A Song of Fortune
Classical Gîtâ -
three qualities relating to one's
austerity, sacrifice and food intake
abandons the scriptural
regulations but, endowed with faith, is of worship, is he, oh Krishna,
in goodness or else in passion or ignorance?'
(2) The fortunate one said: 'The faith of the one
embodied manifests, depending on each his birth, in the three forms of
goodness, passion and ignorance; hear about this as well from me. (3)
The evolution of one's faith is a matter of consciousness31 oh son of the Kuru dynasty, the person is
completeness of that faith and is, with such a faith endowed, thus
certain of himself. (4) Those who are of goodness keep the godly ones
mind, in passion one bows to the demons, and people in ignorance are
devoted to the spirits of the deceased and ghosts and such. (5-6) Those
persons who, impelled by the force of lust, egotistically and conceited
are engaged in penances executed with violence and not
prescribed in the scriptures, are surely of an obscure resolve; they
doing harm to the body its material integrity are mistaken about me
who, next to themselves, is also situated within that body.
(7) The way the food one prefers is also of three
kinds, there are as well three kinds of charity, sacrifices and
austerities; hear now about these differences.
(8) Food which increases the duration of life,
which purifies one's being, gives strength, health, happiness and
satisfaction and which is juicy, rich, wholesome and a pleasure to the
heart, is food preferred by the ones in goodness. (9) Bitter, sour,
salty, very hot, smelly, dried out and burned is the food of those in
the mode of passion; it makes unhappy, miserable and brings disease.
(10) That what is cooked too long, lacks taste, smells bad, is
decomposed, a leftover from a previous meal and has impurities in it,
is food dear to the ignorant.
(11) A sacrifice which according to the scriptural
regulations is conducted by souls who, free from profit motives,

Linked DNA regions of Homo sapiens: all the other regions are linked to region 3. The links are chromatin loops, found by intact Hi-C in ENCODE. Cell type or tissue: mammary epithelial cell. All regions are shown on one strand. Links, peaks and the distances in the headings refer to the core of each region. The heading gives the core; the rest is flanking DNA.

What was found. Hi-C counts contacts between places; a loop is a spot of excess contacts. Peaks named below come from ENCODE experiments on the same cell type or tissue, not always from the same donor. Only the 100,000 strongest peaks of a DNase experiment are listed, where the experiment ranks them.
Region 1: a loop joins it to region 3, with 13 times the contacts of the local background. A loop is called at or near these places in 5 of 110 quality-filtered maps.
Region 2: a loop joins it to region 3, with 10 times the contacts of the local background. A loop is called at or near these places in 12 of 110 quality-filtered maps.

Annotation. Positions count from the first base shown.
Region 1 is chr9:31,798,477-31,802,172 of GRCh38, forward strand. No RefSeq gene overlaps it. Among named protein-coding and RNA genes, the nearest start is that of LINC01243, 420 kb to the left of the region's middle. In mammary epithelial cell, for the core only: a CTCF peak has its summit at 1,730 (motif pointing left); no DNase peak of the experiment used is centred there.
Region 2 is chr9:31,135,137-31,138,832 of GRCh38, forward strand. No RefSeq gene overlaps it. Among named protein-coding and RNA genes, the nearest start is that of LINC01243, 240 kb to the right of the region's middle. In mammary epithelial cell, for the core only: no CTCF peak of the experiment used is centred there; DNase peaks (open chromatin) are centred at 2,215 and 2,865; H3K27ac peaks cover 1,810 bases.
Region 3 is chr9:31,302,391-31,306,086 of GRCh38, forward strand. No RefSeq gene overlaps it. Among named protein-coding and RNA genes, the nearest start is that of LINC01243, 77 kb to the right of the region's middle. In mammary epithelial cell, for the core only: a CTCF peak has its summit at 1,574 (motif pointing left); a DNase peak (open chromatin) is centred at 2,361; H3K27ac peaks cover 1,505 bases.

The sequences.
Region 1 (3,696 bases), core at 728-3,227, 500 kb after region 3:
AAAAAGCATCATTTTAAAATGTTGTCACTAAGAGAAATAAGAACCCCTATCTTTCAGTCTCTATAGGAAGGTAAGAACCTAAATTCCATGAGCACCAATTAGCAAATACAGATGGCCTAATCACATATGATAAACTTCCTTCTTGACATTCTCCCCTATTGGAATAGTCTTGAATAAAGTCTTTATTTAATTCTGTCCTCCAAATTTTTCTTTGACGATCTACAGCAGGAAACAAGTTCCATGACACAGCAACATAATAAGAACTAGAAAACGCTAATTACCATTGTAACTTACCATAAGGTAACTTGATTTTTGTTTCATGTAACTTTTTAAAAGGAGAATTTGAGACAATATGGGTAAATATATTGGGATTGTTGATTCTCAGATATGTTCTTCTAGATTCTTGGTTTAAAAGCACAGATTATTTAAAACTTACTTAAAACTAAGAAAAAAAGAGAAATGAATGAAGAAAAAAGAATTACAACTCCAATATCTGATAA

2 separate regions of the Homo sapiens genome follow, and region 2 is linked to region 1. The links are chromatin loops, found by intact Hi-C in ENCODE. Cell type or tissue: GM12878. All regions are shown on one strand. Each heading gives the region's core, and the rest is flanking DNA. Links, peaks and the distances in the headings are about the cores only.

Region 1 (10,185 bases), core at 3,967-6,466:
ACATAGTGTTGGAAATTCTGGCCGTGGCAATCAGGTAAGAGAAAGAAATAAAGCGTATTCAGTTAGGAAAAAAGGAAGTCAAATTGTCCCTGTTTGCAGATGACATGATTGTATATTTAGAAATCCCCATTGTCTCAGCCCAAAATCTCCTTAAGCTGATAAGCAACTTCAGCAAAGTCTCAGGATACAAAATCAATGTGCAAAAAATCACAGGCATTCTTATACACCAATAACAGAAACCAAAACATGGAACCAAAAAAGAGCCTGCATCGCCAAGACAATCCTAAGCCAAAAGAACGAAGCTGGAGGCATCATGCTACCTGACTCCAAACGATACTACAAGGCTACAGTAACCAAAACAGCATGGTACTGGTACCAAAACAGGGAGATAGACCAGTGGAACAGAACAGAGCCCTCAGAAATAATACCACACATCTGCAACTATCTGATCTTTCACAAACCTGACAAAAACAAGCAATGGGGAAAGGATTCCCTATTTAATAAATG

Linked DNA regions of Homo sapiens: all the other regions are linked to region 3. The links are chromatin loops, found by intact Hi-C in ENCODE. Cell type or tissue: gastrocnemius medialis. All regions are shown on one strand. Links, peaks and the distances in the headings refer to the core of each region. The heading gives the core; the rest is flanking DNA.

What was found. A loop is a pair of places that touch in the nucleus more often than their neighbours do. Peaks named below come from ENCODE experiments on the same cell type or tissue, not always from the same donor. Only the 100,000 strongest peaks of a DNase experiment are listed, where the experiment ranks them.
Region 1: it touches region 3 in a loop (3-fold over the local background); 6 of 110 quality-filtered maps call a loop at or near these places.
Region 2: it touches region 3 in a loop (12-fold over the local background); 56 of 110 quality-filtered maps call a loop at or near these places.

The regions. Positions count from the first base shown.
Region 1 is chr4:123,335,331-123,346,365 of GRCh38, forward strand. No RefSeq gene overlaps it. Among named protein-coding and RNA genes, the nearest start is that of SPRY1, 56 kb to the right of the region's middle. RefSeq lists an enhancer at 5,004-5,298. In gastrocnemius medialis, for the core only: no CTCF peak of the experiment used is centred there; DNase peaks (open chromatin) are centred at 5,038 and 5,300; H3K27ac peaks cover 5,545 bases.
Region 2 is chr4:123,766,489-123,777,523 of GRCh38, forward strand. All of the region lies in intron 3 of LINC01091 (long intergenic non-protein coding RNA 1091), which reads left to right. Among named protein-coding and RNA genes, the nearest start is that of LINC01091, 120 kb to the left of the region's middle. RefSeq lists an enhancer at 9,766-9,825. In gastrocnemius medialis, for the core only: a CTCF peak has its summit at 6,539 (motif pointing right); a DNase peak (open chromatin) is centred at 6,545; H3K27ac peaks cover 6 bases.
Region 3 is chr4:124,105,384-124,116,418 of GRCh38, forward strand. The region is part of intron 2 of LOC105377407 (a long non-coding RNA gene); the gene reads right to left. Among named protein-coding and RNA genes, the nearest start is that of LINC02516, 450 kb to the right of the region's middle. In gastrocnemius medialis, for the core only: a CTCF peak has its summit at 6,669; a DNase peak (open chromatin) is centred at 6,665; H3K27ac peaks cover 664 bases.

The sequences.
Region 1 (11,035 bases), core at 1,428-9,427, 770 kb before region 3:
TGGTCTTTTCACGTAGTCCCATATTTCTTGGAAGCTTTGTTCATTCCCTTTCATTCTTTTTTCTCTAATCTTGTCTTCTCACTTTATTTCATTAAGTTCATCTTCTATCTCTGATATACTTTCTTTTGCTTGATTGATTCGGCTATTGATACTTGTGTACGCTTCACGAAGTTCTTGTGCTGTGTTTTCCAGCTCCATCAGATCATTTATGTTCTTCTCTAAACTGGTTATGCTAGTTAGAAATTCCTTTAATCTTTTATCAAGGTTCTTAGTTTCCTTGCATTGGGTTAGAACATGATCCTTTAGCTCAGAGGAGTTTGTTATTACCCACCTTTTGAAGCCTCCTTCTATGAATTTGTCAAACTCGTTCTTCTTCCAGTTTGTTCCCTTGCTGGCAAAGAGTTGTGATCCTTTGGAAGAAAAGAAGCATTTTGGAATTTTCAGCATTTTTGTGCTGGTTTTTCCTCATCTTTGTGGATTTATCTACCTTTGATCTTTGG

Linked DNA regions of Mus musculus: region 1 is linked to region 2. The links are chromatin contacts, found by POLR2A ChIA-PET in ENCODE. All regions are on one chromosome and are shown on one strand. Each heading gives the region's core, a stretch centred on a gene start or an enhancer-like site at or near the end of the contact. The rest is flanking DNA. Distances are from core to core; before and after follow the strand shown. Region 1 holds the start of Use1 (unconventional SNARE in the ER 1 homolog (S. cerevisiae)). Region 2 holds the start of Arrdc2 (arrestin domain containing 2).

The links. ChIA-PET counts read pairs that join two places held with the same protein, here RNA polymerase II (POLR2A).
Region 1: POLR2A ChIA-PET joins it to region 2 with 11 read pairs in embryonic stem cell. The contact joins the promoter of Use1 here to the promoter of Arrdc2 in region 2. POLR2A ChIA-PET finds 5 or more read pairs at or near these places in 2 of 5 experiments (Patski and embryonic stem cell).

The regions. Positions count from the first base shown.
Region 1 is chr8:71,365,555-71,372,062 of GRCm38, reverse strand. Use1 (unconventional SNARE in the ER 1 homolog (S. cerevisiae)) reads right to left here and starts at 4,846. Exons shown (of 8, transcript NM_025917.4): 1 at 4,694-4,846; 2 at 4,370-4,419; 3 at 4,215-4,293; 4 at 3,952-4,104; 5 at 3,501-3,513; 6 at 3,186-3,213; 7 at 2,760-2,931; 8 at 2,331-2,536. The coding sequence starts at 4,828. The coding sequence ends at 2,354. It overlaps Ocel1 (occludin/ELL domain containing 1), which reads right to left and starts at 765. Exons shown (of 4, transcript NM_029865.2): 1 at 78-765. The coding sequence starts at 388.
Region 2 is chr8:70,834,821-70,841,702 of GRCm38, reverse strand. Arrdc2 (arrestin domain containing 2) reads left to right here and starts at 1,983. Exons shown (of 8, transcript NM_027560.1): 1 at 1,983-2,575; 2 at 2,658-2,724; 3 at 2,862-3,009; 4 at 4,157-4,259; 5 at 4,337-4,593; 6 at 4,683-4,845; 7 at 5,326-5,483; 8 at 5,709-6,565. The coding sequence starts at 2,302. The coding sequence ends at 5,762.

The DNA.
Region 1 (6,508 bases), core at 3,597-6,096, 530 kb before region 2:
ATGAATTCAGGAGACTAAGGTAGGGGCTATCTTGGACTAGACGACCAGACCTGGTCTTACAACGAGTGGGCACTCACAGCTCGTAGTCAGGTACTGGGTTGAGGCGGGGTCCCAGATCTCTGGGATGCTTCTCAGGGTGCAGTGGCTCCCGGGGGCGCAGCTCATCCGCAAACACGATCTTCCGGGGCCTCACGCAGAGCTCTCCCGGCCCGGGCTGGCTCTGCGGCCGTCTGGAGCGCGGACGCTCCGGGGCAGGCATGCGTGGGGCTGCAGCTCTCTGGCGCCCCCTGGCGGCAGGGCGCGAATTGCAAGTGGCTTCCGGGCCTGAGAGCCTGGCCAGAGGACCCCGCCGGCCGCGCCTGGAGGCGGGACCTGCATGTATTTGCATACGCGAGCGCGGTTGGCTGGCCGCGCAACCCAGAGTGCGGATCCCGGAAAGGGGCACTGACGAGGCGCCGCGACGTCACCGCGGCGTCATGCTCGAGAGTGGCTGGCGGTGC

therewith performed with an absorbed mind, is of goodness. (12) But
that sacrifice which is performed out of vanity and with the desire for
a certain advantage, oh leader of the Kuru line, know that sacrifice to
be of the mode of passion. (13) Any sacrifice in defiance of the
regulative principles, with no food distributed, with no hymns sung,
without any gifts and performed without faith, must be considered a
sacrifice in the mode of ignorance.
(14) When one in cleanliness, sincerity, celibacy
and nonviolence is of respect for the divinity, the twice-born ones,
spiritual teacher and the wise, one speaks of austerity in the sense of
physical actions. (15) To the voice austerity is said to be of
truthful, pleasing and beneficial, inoffensive words derived from
studying the books of spiritual wisdom in a persistent practice. (16)
Austerity of the mind pertains to a mind trained in serenity, good
faith, gravity, self-control and self-correction32. (17) This threefold austerity33 which, free from desiring a certain
advantage, is performed by men with faith in the transcendence, is
said to be of goodness. (18) Austerity which in this world is performed
for the sake of respect, honor and veneration and thus is vain, is,
unstable and temporary as it is, said to be of the mode of passion.
(19) Austerity foolishly performed with the intent to torture oneself
or bring down others, is said to be of the mode of ignorance.
(20) That what is given in charity as a gift
without expecting anything in return, at the right place, at the right
time, and to the right person is a form of charity which is considered
to be of goodness. (21) But that which is given with some return in
mind, and is given desiring a result, or is given with a grudge, is
charity understood to be of passion. (22) Charity is said to be of
ignorance when it, without respect and proper attention, is given at
the wrong place, the wrong time and to persons not deserving. (23) With
om tat sat34, the threefold of the spiritual supreme is indicated; these
words were since time immemorial used by the twice-born ones with their
sacrifices as also with the holy books of prayers and
hymns. (24) For that reason the syllable om always marks the
beginning of the performances of the sacrifices, the charity and the
penance of the transcendentalists proceeding according to the
regulations. (25) The word tat in this is used by the ones
desiring liberation to refer to the fact that one is not after any
result in the various activities of sacrifice, penance and charity.
(26-27) The word sat is used to express the nature of the
supreme as also the devotion to the supreme in the activities one
agreed upon, oh son of Prithâ. Thus in case of sacrifice,
penance and charity the word sat is uttered to indicate activities in
question as also the absolute of the truth. (28) If one makes some
sort of offering, donates this or that way, or when one is of some kind
of penance, one is completely false if one proceeds without any belief,
oh son of Prithâ; to act this way in disbelief is of no use here,
nor in the hereafter.'
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